They availed the vermi-composting facility of DA where they were provided with a shredder, vermi tea brewer and the African night crawler worms. Today, they are producing their own vermicast and vermin tea for use in the farm and also other organic fertilizers and foliar fertilizers. Being an advocate of organic farming the Magsinos produce organic brown rice as their main product in the farm. They also produce organic pig, organic chicken and organic fruits. But the farm is in the process of second party certification. Increasing food safety and climate change concerns have encouraged the Magsinos to venture into organic farming. Farm wastes are converted into fertilizer. They also ventured into beekeeping or apiculture. They now have 10 colonies of the stingless bee the Trigona biroi or “kalulot” in their farm.


Adel also attended trainings and seminars to increase her knowledge on organic farming and other technologies most appropriate to their farm. She attended over 25 trainings, conducted over twenty (20) right at their farm. These trainings greatly influenced the farmers and rural women in Napawon and Abucayan because 28 farmers are now adopting organic rice farming; 15 rural women are now venturing in pili oil processing; 25 are engaged in the production of organic foliar fertilizer; three are engaged in fermented cacao chocolate making and rice wine making. Mario on the otherhand, made some innovations on their cacao fermentation box using softdrinks cooler. He also made a mechanical dryer for cacao beans using UV plastic and bamboo slats. With her experience in the farm and with the various trainings and exposure trips she attended Adel is now sought after as speaker/resource person by DA and ATI. Adel is also active in various organizations namely: Napawon Rural Improvement Club where she is the president; federation president of the RIC in Goa; President of Abucayan Farmers Association for Sustainable Agriculture (AFASA); HVCDP farmer scientist of Goa showcasing the different high value crops and technologies in her farm; Board of Director Goa Organic Agriculture Producers and Processors Organization (GOAPPO); President of Goa Vegetable Growers Association and member of the Magsasakang Sustenableng Agrikultura sa Digdigon (MASADIGDI) a MASIPAG-NGO recognized farmer-led people’s organization. Mario on the otherhand is a member of Abucayan Farmers Association for Sustainable Agriculture (AFASA). As president of the RIC she initiated the availment of hand tractor and other pili processing equipment for the club which is now part of their IGP.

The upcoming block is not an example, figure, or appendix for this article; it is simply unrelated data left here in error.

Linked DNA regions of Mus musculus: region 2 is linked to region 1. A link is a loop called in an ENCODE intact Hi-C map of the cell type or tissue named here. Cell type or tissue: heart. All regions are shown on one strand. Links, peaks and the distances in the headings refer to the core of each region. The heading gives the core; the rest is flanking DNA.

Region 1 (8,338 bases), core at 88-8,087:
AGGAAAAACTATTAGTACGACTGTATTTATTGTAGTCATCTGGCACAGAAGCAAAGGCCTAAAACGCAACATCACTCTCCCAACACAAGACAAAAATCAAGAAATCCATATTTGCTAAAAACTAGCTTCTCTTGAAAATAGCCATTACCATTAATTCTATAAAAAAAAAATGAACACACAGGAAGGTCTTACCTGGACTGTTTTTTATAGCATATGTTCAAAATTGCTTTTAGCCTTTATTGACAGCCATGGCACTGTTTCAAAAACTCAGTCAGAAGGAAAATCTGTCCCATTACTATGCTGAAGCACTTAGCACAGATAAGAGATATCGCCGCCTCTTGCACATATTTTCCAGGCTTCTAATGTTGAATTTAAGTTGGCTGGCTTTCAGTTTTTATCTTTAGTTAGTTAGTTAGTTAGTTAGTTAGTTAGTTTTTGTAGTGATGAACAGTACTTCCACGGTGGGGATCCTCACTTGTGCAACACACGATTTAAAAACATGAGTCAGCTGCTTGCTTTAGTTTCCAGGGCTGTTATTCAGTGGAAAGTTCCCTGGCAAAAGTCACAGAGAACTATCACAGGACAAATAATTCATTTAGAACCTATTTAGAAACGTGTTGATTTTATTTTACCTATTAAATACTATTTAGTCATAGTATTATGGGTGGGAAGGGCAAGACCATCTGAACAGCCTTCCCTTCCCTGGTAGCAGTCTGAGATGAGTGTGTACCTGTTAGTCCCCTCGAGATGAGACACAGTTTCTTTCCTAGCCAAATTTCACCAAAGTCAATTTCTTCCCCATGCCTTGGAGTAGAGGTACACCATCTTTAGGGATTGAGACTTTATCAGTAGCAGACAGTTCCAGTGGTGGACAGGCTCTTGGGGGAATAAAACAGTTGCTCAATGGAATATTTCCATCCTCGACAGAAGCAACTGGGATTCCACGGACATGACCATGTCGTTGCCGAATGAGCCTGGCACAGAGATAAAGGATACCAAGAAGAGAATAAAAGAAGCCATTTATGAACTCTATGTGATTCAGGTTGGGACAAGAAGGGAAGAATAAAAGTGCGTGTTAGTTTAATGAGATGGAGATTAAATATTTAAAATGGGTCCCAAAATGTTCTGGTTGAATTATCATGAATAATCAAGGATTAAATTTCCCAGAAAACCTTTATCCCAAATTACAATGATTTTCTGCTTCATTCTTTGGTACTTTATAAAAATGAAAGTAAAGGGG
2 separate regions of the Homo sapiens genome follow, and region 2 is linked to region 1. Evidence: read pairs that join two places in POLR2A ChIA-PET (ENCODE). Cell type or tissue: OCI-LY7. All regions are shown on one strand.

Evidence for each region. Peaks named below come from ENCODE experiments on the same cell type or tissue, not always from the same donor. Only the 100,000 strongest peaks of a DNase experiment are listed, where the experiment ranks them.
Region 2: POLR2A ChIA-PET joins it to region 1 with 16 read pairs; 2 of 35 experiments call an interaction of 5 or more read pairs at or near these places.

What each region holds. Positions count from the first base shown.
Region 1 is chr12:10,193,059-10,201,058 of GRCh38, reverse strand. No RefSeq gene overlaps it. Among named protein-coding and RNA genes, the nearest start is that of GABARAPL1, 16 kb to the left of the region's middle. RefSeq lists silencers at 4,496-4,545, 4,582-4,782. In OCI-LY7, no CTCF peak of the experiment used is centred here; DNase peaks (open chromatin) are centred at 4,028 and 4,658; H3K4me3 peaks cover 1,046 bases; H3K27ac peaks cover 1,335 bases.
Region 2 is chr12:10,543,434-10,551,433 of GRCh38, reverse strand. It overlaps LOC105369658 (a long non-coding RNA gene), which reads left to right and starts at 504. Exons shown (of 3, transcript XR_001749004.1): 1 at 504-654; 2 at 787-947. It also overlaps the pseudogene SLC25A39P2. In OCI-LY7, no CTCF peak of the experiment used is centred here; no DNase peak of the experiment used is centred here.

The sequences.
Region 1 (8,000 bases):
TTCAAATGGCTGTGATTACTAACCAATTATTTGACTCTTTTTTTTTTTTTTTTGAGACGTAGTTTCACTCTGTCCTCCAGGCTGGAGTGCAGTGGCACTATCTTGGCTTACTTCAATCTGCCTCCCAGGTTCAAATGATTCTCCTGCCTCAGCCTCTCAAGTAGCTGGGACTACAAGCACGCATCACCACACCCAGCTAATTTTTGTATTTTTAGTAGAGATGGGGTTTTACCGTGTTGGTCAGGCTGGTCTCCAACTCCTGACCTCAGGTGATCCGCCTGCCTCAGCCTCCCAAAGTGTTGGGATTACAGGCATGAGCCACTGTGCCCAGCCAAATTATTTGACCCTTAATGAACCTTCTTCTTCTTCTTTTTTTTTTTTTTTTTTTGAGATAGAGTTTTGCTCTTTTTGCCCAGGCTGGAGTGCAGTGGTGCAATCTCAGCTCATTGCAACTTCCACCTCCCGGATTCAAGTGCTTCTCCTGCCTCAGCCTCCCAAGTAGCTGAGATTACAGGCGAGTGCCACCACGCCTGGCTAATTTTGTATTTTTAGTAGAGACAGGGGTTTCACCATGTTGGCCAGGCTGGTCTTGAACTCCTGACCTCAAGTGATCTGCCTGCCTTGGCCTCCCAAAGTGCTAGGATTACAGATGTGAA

Angelie’s farm is a source of pride and fulfillment for the Magsinos. It is also a techno demo farm on organic farming practices of different crops. It is a learning farm for students and visitors and at the same time a venue for trainings and seminars for farmers, youth and rural women. It is known as one of the farms frequented by visitors from other parts of the country . Their recent visitor was the team of experts on Good Agricultural Practices (GAP) certification.